The stretchable device captures physiological sound signals from the body, has physical properties
«This device has a very low mass density and can be used for cardiovascular monitoring, speech recognition and
A paper on the subject was published Nov. 16 in Science Advances, a sister journal of Science. The other two
Listening in on the body
«The thin, soft,
The researchers say the new device can pick up mechanical waves that propagate through tissues and fluids in the human body due to natural physiological activity, revealing characteristic acoustical signatures of individual events. They include the opening and closing of heart valves, vibrations of the vocal cords and even movements in gastrointestinal tracts.
The sensor can also integrate electrodes that can record electrocardiogram (ECG) signals that measure the electrical activity of the heart as well electromyogram (EMG) signals that measure the electrical activity of muscles at rest and during contraction.
While the sensor was wired to an external data acquisition system for the tests, it can easily be converted into a wireless device, said Jeong. Such sensors could be of use in remote, noisy places — including battlefields — producing quiet,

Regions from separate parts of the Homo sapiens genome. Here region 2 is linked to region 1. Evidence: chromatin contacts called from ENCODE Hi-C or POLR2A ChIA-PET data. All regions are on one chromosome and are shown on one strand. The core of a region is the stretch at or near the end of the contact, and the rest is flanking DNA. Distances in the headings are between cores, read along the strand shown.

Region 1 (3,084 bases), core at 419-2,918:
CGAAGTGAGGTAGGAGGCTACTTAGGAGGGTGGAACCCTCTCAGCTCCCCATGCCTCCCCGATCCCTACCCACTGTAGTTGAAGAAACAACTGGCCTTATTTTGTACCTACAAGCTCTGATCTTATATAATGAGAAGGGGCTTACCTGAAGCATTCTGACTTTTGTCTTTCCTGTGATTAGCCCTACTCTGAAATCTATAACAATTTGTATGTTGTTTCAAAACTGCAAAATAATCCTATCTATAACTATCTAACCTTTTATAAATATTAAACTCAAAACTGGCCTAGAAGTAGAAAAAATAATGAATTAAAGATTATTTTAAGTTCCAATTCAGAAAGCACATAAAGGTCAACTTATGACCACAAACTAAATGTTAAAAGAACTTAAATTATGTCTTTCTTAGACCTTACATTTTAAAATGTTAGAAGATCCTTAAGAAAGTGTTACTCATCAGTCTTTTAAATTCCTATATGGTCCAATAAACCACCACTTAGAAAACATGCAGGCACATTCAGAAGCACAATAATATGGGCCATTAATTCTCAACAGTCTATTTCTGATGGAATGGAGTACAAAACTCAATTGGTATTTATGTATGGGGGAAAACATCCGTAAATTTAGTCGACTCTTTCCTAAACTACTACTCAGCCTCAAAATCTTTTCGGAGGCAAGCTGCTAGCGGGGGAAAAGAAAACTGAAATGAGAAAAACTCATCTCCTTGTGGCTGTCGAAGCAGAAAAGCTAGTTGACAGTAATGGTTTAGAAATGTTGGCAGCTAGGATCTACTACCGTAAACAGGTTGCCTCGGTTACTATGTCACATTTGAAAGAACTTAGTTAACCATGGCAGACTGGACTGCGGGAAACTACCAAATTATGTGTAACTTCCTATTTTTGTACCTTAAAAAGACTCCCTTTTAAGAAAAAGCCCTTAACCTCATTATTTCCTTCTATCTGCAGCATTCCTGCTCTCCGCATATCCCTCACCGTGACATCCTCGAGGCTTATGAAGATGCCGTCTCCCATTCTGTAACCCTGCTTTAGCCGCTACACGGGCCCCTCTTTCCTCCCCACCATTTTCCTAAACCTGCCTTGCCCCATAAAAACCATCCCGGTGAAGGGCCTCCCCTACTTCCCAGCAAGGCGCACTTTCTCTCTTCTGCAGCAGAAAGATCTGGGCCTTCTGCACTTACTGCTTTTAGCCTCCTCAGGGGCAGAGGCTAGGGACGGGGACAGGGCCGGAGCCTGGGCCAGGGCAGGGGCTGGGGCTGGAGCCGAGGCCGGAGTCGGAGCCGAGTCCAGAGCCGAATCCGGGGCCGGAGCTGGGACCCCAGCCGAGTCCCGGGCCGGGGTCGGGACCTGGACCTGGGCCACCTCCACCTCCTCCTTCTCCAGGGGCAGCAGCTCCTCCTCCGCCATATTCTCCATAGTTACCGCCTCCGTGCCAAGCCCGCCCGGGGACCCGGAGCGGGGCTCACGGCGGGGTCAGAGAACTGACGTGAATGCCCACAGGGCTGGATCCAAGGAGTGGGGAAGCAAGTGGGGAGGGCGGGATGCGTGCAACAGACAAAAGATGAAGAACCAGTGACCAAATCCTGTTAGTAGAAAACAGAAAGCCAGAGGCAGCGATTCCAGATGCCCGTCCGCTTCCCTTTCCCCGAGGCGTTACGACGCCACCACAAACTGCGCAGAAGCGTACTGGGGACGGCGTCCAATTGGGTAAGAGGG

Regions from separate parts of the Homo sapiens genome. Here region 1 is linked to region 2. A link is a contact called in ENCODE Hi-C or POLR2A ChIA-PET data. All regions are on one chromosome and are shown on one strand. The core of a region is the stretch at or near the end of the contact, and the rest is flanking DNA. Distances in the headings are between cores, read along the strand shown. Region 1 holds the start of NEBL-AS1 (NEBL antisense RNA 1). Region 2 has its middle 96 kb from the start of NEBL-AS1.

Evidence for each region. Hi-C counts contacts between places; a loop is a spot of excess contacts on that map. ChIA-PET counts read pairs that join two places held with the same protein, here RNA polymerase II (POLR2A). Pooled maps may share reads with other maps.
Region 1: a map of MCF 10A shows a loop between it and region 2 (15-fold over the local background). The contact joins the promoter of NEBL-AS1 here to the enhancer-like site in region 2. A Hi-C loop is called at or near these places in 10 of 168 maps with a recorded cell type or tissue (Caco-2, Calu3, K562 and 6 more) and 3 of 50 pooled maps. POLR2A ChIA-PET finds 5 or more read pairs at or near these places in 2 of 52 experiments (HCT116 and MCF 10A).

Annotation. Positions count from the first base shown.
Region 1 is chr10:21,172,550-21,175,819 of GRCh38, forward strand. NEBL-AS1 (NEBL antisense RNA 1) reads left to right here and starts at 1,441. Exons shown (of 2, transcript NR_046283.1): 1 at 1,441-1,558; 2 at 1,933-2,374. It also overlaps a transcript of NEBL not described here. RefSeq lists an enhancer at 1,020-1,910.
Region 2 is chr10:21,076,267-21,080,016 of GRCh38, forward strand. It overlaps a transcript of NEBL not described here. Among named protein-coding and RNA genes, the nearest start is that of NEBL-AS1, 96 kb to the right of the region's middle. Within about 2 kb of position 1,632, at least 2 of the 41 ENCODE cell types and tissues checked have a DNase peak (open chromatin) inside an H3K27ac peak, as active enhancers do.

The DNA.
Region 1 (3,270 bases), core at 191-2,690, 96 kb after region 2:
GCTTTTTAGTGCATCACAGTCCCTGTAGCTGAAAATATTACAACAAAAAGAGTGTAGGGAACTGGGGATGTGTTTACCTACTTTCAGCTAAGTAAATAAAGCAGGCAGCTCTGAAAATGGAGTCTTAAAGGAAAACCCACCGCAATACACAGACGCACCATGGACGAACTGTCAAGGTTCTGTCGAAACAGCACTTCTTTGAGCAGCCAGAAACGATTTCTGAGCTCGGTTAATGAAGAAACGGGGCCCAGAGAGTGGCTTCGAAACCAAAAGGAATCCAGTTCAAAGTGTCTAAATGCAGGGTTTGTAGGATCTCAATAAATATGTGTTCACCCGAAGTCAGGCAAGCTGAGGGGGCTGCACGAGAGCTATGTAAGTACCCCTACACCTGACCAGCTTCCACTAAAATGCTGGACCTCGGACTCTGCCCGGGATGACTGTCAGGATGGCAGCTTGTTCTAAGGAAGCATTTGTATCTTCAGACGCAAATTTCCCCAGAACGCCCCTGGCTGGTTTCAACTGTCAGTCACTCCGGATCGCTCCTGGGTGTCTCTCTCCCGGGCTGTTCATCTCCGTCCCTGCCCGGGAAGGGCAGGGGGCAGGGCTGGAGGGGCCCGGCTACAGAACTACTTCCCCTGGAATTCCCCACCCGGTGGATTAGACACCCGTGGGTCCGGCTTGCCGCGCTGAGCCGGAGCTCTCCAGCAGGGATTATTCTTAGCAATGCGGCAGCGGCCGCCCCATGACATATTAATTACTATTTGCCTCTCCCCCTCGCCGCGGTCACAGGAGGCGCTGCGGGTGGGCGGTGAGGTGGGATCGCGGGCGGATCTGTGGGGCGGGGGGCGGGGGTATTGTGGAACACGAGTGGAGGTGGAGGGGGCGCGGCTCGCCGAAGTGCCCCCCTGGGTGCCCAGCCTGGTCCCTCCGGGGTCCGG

«Using the data from these sensors, a doctor at a hospital far away from a patient would be able to make a fast, accurate diagnosis," said Jeong.
Talking to machines
Vocal cord vibration signals also could be used by the military personnel or civilians to control robots, vehicles or drones. The speech recognition capabilities of the sensor also have implications for improving communication for people suffering from speech impairments, he said.
As part of the study, the team used the device to measure cardiac acoustic responses and ECG activity -including the detection of heart murmurs — in a group of elderly volunteers at Camp Lowell Cardiology, a private medical clinic in Tucson, Arizona collaborating with the University of Arizona, a project partner. The researchers also were able to detect the acoustical signals of blood clots in a related lab experiment, said Jeong.
Other CU Boulder study
The sticky, flexible polymer encapsulating the tiny device is stretchable enough to follow skin deformation, said study first author Yuhao Liu, who earned his doctorate and the University of
The researchers also showed vocal cord vibrations gathered when the device is on one’s throat can be used to control video games and other machines. As part of the study a test subject was able to control a
«While other skin electronics devices have been developed by researchers, what has not been demonstrated before is the
The study also included the Eulji University College of Medicine in Korea.